Montana TikTok ban faces First Amendment legal challenge
Five TikTok creators are suing Montana's attorney general over plans to impose a statewide ban on the popular Chinese-owned social media platform due to security concerns.
Why it matters: The lawsuit argues that the ban that would prohibit Montana residents from using the app infringes on First Amendment rights and is "unconstitutional and preempted by federal law."
- "Montana has no authority to enact laws advancing what it believes should be the United States’ foreign policy or its national security interests, nor may Montana ban an entire forum for communication based on its perceptions that some speech shared through that forum, though protected by the First Amendment, is dangerous," argues the suit, filed in federal court in Missoula late Wednesday.
- Montana Attorney General Austin Knudsen said after Gov. Greg Gianforte (R) signed the bill into law Wednesday that he expected a legal challenge and was "fully prepared" to defend the legislation.
Driving the news: The law that's due to take effect Jan. 1 would bar downloads of TikTok in Montana and officials would issue a fine of $10,000 per day to internet service providers and companies each time someone "is offered the ability" to access the platform or download the app.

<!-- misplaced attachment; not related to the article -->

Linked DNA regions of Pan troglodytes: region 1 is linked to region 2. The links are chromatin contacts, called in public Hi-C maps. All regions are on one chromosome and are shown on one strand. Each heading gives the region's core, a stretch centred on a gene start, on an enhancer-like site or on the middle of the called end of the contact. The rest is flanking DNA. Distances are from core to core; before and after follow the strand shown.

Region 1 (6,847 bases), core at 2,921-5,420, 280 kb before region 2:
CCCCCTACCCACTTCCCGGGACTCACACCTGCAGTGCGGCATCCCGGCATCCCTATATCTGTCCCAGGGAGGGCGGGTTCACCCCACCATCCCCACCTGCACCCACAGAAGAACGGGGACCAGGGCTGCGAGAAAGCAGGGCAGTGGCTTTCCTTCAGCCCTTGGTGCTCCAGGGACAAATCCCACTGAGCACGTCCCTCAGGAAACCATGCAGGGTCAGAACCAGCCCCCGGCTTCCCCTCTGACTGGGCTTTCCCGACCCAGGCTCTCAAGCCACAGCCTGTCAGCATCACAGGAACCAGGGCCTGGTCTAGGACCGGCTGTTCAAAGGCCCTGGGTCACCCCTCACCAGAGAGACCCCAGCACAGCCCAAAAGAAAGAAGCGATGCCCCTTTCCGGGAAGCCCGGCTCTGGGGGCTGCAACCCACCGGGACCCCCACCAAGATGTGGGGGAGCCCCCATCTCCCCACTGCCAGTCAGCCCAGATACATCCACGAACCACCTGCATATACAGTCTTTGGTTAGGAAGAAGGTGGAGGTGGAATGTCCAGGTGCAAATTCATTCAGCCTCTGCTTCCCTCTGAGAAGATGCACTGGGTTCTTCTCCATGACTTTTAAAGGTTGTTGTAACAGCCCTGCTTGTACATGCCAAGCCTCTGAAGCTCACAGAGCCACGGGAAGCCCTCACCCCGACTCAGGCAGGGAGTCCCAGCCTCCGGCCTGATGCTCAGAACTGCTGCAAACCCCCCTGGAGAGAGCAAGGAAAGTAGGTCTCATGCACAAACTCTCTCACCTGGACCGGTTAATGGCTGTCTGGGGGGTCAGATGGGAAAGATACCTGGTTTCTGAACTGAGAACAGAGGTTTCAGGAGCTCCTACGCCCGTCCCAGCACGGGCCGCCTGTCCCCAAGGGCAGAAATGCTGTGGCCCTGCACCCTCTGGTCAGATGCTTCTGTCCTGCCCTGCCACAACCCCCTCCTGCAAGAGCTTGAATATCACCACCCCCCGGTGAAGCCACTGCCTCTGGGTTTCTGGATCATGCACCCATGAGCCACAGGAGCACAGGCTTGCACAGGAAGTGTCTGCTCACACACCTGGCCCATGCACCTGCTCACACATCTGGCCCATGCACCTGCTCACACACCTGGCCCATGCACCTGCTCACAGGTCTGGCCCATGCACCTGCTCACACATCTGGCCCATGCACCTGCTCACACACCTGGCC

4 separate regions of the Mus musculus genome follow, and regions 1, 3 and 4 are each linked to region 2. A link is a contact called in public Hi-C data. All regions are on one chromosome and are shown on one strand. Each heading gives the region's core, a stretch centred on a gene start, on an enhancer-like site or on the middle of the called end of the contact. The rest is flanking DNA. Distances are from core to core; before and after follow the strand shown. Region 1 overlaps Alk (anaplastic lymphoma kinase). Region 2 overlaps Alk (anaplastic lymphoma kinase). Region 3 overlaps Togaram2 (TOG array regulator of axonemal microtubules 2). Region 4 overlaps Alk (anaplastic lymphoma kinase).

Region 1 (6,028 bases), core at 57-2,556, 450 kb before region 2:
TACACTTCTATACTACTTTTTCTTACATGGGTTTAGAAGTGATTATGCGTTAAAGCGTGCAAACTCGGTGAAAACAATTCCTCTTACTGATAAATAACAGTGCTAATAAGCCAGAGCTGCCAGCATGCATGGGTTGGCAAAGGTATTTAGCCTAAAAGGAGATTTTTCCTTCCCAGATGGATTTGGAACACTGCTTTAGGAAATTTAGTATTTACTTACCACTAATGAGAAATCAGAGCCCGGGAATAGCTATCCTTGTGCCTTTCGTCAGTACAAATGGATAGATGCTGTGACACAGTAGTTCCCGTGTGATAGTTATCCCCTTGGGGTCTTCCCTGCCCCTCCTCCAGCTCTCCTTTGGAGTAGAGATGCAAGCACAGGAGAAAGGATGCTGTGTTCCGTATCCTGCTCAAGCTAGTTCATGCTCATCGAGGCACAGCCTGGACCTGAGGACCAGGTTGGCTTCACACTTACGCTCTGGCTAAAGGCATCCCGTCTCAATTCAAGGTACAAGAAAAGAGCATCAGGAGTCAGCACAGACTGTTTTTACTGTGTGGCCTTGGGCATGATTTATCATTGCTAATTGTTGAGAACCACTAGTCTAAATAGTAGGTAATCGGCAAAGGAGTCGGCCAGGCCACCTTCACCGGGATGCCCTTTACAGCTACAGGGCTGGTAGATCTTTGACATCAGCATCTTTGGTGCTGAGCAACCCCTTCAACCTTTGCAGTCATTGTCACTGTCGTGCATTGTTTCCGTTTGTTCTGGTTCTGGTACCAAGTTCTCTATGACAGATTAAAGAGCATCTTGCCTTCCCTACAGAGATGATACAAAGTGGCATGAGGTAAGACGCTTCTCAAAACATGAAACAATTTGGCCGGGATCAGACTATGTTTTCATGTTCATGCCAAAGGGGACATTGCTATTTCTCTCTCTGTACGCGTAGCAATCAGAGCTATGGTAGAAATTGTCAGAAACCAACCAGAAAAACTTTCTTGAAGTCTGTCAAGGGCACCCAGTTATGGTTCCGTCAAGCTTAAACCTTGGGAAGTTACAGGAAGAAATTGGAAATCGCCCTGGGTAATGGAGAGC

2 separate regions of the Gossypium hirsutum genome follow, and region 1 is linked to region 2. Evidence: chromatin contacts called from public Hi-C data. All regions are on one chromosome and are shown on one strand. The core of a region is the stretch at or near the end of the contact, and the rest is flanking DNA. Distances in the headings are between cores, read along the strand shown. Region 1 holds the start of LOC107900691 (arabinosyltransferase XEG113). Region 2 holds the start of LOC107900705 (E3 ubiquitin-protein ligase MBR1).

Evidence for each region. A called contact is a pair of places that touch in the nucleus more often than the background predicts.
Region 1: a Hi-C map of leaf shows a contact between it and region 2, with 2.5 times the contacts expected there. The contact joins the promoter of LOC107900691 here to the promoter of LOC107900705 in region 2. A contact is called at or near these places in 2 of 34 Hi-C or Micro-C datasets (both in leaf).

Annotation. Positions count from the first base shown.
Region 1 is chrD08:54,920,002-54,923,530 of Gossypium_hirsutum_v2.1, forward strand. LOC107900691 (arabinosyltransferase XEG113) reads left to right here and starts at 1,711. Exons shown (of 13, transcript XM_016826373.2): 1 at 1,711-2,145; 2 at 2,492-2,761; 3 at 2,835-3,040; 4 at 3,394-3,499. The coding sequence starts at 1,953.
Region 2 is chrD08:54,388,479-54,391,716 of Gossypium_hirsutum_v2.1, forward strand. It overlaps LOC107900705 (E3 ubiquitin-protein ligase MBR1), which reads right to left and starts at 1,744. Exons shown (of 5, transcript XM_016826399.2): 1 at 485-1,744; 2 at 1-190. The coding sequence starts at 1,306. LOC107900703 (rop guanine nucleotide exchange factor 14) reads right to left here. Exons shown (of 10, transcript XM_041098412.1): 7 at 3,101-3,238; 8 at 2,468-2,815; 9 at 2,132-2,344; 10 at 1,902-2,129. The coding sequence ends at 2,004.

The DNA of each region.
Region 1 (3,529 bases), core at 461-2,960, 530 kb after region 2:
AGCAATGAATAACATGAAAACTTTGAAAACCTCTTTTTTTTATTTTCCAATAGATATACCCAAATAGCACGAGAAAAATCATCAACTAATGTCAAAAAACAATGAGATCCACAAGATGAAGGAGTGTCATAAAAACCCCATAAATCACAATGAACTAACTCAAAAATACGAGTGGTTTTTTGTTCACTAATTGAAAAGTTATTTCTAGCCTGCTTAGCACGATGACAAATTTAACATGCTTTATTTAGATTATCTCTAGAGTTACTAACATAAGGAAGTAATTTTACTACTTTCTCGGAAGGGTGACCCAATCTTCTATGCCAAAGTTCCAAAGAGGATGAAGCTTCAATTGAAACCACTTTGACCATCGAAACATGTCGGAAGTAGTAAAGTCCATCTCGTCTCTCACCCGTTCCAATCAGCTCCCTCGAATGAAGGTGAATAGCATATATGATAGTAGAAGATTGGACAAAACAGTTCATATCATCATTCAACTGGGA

- Users would not be fined.
The big picture: The FBI has warned that China's ruling Communist Party has the ability to control the software on millions of devices due to its relationship with ByteDance.
- The U.S., along with several other countries and the European Union, has restricted or blocked the app on official government devices over national security concerns they say TikTok poses, but Montana is the first state in the U.S. to impose a statewide ban.
- Beijing insists there's no evidence of any national security threats and TikTok CEO Shou Zi Chew has said that ByteDance is not an agent of the Chinese Communist Party.
What they're saying: "Montana can no more ban its residents from viewing or posting to TikTok than it could ban The Wall Street Journal because of who owns it or the ideas it publishes," states the suit, which names Knudsen as the defendant.
- "Even if Montana could regulate any of the speech that users share through TikTok, SB 419 wields a sledgehammer when the First Amendment requires a scalpel."
The other side: When asked for comment, a spokesperson for Knudsen shared earlier comment by the attorney general in response to the bill being signed into law in which he vowed to defend any legal challenges.
- "TikTok is a Chinese Communist Party spying tool that poses a threat to every Montanan," Knudsen said as he thanked Gianforte and the Montana Legislature "for working with me to protect Montanans privacy and security."
- "I hope other states recognize the dangers of TikTok and follow suit," he added.
Flashback: Ambika Kumar, an attorney representing the plaintiffs in the Montana lawsuit, won an injunction in 2020 for TikTok content creators challenging then-President Trump's administration after he issued an order to ban the app unless it sold to a U.S. company.
Editor's note: This article has been updated with new details throughout.